“If you get him pissed enough, he might let you blow him off behind the yucca”
There’s a definite tinge of sadness about Kevin Elyot’s My Night With Reg even before the play starts as the playwright died this summer aged 62, just as rehearsals for this Donmar Warehouse production – the play’s first major revival – were to start. It is also a deeply melancholy piece of work, elegantly capturing the yearning ache of unrequited love, the pain of remembering those who’ve been loved and lost, and the vast complexity that can arise from simply wanting to be loved.
The play could be pigeon-holed as a gay play, an AIDS play, an 80s period piece, but the beauty of Robert Hastie’s production is that it transcends all these labels, elevating Elyot’s writing to a minor-key classic. That the play focuses on a group of gay friends throughout the 80s living under the (never-mentioned) shadow of HIV/AIDS is never in doubt but the main theme, the driving force behind so much of what – the fear of ending up alone – is utterly, completely universal.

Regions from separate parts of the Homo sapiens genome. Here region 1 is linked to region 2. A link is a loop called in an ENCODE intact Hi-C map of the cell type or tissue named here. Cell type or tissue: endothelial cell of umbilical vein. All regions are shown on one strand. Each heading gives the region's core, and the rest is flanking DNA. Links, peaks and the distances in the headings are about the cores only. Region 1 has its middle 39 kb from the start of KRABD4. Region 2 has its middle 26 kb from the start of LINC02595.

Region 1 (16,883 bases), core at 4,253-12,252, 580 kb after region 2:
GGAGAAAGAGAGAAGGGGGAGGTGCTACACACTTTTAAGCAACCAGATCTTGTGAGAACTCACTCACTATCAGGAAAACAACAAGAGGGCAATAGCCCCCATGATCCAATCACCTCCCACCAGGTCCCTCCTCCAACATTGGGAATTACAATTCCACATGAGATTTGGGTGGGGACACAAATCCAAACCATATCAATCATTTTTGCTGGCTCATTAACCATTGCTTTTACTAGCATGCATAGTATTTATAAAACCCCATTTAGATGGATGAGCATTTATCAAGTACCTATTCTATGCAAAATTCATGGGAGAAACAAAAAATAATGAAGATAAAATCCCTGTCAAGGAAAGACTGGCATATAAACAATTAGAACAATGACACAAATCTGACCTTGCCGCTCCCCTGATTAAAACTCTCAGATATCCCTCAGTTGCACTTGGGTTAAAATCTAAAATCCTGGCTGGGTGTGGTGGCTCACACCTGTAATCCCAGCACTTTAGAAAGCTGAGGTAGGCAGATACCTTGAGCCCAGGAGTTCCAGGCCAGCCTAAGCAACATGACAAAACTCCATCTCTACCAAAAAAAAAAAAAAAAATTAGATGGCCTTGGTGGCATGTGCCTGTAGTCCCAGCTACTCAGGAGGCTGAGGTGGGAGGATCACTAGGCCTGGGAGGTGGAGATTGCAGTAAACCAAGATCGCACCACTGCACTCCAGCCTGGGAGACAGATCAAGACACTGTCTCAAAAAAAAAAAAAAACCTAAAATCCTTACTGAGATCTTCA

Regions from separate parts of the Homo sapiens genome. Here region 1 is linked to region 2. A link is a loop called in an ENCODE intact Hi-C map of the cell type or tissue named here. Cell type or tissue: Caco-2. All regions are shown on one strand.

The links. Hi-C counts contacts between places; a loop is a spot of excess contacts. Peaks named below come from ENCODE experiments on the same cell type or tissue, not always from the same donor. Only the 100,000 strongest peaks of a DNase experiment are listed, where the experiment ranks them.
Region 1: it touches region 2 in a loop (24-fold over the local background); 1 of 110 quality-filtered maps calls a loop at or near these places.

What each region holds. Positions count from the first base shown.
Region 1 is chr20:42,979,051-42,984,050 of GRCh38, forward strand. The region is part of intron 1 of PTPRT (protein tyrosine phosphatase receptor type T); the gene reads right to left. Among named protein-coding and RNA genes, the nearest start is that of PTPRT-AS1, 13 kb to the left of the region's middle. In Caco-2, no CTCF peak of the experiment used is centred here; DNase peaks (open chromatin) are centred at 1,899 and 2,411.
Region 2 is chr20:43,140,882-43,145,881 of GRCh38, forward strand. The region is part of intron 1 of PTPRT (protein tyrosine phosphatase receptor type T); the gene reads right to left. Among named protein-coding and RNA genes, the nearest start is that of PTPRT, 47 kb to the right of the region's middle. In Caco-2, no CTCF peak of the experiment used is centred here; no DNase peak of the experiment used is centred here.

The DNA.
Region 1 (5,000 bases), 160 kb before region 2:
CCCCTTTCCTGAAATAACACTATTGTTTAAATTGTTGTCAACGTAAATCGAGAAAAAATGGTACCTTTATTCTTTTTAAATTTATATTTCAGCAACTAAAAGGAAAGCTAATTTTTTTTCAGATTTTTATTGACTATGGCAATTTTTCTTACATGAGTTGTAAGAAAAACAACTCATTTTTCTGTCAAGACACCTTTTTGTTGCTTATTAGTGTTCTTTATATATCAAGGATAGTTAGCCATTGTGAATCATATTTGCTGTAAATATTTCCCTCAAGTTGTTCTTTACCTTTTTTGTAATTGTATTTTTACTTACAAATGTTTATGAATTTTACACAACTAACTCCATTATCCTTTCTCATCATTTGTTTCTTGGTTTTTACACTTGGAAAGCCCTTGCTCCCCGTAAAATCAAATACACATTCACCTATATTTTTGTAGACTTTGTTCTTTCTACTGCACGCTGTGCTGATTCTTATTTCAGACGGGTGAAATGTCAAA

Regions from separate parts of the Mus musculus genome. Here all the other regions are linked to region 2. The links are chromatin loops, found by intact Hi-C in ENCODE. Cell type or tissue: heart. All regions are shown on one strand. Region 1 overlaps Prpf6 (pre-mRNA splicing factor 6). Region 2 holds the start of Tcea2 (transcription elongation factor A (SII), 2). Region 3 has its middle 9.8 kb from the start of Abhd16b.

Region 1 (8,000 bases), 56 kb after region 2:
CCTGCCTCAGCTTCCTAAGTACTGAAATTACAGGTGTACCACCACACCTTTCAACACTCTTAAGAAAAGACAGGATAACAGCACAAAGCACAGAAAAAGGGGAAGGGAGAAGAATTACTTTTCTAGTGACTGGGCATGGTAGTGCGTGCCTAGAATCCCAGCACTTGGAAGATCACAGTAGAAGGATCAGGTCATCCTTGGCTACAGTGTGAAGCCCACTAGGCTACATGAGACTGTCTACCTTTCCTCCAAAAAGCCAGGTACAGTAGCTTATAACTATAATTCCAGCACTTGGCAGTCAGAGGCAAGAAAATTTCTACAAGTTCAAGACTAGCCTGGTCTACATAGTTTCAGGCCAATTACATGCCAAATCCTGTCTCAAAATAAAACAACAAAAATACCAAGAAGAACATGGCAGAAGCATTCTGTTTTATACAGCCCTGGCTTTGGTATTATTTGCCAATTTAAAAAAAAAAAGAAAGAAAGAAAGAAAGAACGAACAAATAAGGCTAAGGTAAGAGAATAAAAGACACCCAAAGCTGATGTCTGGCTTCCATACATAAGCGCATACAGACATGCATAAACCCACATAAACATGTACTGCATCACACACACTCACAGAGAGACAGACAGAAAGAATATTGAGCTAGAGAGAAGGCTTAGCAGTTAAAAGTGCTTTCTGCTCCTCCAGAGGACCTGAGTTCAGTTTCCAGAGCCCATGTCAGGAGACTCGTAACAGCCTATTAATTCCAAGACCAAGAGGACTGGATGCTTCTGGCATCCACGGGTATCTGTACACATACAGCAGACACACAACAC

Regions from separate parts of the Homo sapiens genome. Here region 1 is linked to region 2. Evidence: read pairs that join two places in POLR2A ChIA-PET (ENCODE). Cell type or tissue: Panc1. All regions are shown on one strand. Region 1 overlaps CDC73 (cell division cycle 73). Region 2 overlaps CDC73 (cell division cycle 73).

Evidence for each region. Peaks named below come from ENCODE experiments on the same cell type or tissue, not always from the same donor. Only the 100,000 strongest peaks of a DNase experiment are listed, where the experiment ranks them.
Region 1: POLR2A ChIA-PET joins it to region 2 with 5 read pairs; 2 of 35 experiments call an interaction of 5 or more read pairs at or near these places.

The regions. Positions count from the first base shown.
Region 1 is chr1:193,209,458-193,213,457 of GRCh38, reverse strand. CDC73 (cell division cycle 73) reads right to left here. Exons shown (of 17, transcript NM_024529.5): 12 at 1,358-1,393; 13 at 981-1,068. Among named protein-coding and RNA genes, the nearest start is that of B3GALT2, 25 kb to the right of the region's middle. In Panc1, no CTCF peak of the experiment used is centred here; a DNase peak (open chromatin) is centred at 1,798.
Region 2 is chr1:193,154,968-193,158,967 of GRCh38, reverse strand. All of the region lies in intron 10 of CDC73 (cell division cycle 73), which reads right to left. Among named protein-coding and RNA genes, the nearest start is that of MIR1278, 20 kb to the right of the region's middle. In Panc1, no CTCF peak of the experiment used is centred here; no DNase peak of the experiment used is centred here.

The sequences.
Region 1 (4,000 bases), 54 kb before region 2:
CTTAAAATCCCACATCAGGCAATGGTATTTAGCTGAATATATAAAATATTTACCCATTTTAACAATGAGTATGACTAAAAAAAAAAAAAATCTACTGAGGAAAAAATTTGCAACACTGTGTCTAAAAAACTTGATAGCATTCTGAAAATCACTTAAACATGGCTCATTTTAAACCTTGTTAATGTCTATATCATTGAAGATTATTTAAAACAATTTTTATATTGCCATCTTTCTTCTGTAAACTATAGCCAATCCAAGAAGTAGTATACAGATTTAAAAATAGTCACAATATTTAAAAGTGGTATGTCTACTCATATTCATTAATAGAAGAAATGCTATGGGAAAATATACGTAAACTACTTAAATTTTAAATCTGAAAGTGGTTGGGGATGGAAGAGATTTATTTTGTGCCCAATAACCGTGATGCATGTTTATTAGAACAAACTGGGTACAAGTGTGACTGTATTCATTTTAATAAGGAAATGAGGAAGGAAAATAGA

Elyot stretches his narrative over 4 years and 3 key events in the lives of old long-lost university friends Guy, Daniel and John and their close circle of friends. Reunited at first at a flat-warming for Guy, there’s a gloriously funny air to proceedings as they rehash old rituals and memories – has David Bowie’s Starman ever seemed so gorgeous? But the mood soon shifts as secrets start to tumble out – the long-held flames, the torrid affairs, the soul-crushing desolation.
The casting here is simply impeccable. Jonathan Broadbent’s Guy is almost unbearably touching, fastidiously careful but longing to be carefree in the arms of the only man he has ever loved; Julian Ovenden’s John so fully at ease with his handsome sexuality but increasingly unable to mask the fact it is hiding a deep emptiness within; and Geoffrey Streatfeild’s Daniel is nothing but a tour-de-force, a whirlwind of genial campery who is devastatingly hollowed out by grief later on.
Elyot’s caustic wit is present throughout and there’s something deeply moving in the way the play is structured – the leaps in time aren’t always completely obvious, the realisation of when we are and what has happened thus hitting even harder at the a-ha moment, Hastie’s work here is remarkable in translating the writing in such a profoundly effective way. Richard Cant and a cocksure Matt Bardock are great as a bickering couple on the fringes of the group and Lewis Reeves’ young Brummie Eric provides generational contrast, further highlighting the genuine tragedy that befell these, and so many other men.